Breakthrough in flexible electronics

1 min read

A team of scientists from the National University of Singapore (NUS) claim to have developed conducting polymer films which provide more ohmic contacts and therefore better performance in plastic electronics, including organic light-emitting diodes, solar cells and transistors.

To make high performance devices, good ohmic contacts with low electrical resistances are required to allow the maximum current to flow both ways between the electrode and the semiconductor layers.

“The lack of a general approach to make ohmic contacts has been a key bottleneck in flexible electronics. Our work overcomes this challenge to open a path to better performance in a wide range of organic semiconductor devices,” commented senior research fellow Dr Png Rui-Qi.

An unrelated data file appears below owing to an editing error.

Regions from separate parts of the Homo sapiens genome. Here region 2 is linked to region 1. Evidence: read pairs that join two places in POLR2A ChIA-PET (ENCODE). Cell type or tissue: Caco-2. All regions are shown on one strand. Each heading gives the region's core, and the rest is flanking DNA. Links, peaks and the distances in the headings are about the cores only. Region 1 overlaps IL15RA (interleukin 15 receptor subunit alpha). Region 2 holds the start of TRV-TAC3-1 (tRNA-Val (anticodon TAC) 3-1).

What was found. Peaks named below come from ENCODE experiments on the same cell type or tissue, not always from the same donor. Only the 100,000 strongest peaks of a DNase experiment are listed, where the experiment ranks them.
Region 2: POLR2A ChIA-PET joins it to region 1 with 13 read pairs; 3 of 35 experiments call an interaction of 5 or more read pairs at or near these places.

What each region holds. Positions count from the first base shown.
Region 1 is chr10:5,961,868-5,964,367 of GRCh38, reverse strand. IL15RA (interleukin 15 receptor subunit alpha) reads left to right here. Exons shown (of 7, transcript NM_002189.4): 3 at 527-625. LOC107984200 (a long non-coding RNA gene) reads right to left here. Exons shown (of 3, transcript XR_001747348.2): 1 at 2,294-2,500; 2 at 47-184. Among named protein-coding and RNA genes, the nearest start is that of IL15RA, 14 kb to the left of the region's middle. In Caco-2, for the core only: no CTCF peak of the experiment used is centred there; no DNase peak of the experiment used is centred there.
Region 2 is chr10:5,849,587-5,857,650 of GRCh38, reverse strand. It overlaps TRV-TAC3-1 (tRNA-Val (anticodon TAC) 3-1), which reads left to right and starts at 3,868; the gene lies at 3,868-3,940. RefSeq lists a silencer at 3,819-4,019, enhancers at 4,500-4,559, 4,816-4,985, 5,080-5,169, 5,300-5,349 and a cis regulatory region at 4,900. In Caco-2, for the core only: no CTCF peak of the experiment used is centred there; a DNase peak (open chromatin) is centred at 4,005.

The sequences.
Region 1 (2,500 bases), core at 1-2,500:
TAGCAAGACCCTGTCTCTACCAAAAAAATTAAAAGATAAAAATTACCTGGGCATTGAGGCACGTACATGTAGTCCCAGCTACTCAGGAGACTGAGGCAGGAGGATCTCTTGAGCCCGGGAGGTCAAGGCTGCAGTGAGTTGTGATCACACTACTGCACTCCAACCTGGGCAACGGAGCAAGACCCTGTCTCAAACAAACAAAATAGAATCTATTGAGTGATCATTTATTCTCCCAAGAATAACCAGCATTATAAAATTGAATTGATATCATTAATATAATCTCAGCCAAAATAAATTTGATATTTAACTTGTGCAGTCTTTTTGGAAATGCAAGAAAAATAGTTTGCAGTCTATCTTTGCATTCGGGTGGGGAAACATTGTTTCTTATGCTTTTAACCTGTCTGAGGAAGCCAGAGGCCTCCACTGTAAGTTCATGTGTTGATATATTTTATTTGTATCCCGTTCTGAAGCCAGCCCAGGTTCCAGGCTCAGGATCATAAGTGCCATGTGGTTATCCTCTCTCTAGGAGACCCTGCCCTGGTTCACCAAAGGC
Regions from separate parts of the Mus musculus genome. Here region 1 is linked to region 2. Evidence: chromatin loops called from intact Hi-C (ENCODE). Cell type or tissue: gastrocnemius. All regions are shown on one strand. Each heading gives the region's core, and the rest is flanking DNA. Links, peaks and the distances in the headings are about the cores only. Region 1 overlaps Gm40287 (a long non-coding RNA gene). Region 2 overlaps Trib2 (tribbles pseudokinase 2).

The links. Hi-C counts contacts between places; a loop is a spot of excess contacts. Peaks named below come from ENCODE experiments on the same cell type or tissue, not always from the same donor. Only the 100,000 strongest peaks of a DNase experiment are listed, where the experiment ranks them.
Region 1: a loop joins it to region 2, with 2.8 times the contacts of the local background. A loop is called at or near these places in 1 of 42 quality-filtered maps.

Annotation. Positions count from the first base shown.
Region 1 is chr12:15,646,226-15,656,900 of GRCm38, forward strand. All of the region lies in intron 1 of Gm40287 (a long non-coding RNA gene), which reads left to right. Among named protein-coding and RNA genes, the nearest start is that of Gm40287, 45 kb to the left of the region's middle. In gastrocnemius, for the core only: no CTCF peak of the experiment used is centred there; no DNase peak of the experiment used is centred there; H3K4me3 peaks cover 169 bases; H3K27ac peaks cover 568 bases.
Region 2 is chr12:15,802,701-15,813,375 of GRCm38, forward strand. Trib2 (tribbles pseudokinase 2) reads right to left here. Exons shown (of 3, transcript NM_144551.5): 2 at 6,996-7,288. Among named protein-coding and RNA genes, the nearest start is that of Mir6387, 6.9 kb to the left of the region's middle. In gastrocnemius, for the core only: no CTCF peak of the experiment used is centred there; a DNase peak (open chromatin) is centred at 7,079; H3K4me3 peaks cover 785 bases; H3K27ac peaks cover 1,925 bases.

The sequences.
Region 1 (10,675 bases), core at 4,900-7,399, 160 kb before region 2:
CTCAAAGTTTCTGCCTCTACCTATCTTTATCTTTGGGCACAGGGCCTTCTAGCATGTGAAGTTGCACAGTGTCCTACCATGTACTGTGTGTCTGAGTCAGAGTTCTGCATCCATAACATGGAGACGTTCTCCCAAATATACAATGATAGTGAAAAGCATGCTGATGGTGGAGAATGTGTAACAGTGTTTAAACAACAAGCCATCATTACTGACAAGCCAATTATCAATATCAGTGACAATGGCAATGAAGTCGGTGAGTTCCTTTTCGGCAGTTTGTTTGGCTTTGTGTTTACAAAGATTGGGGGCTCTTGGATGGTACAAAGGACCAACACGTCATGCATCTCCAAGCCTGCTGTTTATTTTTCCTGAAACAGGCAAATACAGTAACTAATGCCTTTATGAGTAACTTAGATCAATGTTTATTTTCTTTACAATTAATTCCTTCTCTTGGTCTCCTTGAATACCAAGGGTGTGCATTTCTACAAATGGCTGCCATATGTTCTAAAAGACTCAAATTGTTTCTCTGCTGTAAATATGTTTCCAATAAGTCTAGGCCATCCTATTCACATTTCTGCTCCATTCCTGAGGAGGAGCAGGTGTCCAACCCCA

The key, these researchers discovered, is to design polymer films with the desired extreme work functions needed to make ohmic contacts.

Work function is the minimum amount of energy needed to liberate an electron from the film surface into vacuum. The researchers showed that work functions as high as 5.8eV and as low as 3.0eV can now be attained for films that can be processed from low cost solutions.

“To design such materials, we developed the concept of doped conducting polymers with bonded ionic groups, in which the doped mobile charges – electrons and holes – cannot dissipate away because their counter-balancing ions are chemically bonded,” explained Dr Rui-Qi.

“As a result, the polymers can remain stable despite their extreme work functions and therefore provide the desired ohmic contacts.”